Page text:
Place flour, powder, soda, and salt into a mixing bowl, and mix them on speed 4 (of 10) for 30 seconds. Set aside.
If you forgot to take the butter out of the fridge, or if you didn’t forget, but you’re just impatient, nuke it at 10% power for 1 minute, but watch it carefully – you want to soften it, not melt it. Place it along with both sugars into a mixing bowl. Mix on lowest speed until just incorporated, then take it just to the point of creaming by upping the speed to 4 for 30 seconds, and then speed 6 for 1 minute. (You don’t want it the way you do for most butter cakes – pale and fluffy – you just want it barely creamed.) On lowest speed, add eggs one at a time, blending each just until incorporated.
Stir the vanilla and sour cream into the blueberry mixture, but not thoroughly. Let a few streaks of white remain distinct.
By hand, fold 1/3 of the dry ingredients into the butter mixture, followed by 1/2 of the berry mixture. Continue in this manner, ending with the final 1/3 of the dry ingredients. Scrape into pans, about 1 lb 8 oz. batter per pan. Level the batter and bake until the edges are just barely browned and the centers test clean, 25 minutes.
Cool on racks 15 minutes. Turn out onto racks and cool completely. As they cool, the cakes should pull away from the sides of the pan.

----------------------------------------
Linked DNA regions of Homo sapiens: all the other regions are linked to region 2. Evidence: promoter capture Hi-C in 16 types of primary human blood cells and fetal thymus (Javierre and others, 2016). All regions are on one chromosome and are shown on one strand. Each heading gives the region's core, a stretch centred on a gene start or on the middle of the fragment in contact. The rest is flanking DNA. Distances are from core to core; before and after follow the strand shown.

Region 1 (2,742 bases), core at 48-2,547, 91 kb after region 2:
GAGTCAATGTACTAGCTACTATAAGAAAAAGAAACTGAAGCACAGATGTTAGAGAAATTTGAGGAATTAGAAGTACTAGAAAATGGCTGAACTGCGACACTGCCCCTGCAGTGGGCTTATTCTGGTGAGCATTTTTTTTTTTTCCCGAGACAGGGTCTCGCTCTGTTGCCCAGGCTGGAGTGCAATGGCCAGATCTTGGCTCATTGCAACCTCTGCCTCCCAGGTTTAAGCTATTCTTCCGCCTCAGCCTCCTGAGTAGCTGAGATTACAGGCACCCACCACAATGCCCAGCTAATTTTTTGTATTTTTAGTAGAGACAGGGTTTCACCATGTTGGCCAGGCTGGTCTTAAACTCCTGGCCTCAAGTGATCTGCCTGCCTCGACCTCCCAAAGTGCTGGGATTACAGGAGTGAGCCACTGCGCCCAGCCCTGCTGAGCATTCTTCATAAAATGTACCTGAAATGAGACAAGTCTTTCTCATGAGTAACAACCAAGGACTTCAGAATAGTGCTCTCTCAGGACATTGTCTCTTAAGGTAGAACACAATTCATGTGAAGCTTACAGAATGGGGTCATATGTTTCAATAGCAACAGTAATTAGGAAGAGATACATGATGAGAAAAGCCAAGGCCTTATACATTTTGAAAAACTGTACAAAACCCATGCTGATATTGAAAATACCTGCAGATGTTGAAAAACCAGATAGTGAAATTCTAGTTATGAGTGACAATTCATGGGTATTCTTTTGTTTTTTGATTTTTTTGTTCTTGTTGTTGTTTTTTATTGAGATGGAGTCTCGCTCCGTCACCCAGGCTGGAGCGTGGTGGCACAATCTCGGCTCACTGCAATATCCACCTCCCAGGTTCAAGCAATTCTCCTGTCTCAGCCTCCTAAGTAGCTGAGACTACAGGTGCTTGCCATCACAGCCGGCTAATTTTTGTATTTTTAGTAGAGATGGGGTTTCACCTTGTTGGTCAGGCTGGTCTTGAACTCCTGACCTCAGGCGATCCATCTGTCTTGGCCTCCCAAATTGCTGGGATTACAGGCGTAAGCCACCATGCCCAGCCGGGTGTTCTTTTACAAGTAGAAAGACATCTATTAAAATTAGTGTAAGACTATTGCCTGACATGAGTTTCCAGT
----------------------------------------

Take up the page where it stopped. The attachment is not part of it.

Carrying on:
- All in all, between the cake and the frosting, you’ll need three pints of berries.
- In the original recipe, I recommended placing the berries in the freezer for two hours. (Not to freeze, but just to get them frosted.) Then, I suggested placing the frosted berries in the microwave at low power and bringing them to room temperature, or slightly warmer (but not very warm, and certainly not hot – for me, this is about 5 minutes on 50% power). If you do this, the berries should no longer be a dusty, Prussian blue, but instead they should be glossy and black. After that, I blended them as the recipe directs. I also suggested that you could use thawed, frozen berries and skip the “frosting” and “microwaving” process, you know, if you’re one of those “smoothie” people who buys frozen berries. I also said that you could use very ripe/slightly overly ripe berries without frosting and freezing them. What I was after was juicier berries, but in the end, I’m not convinced it matters.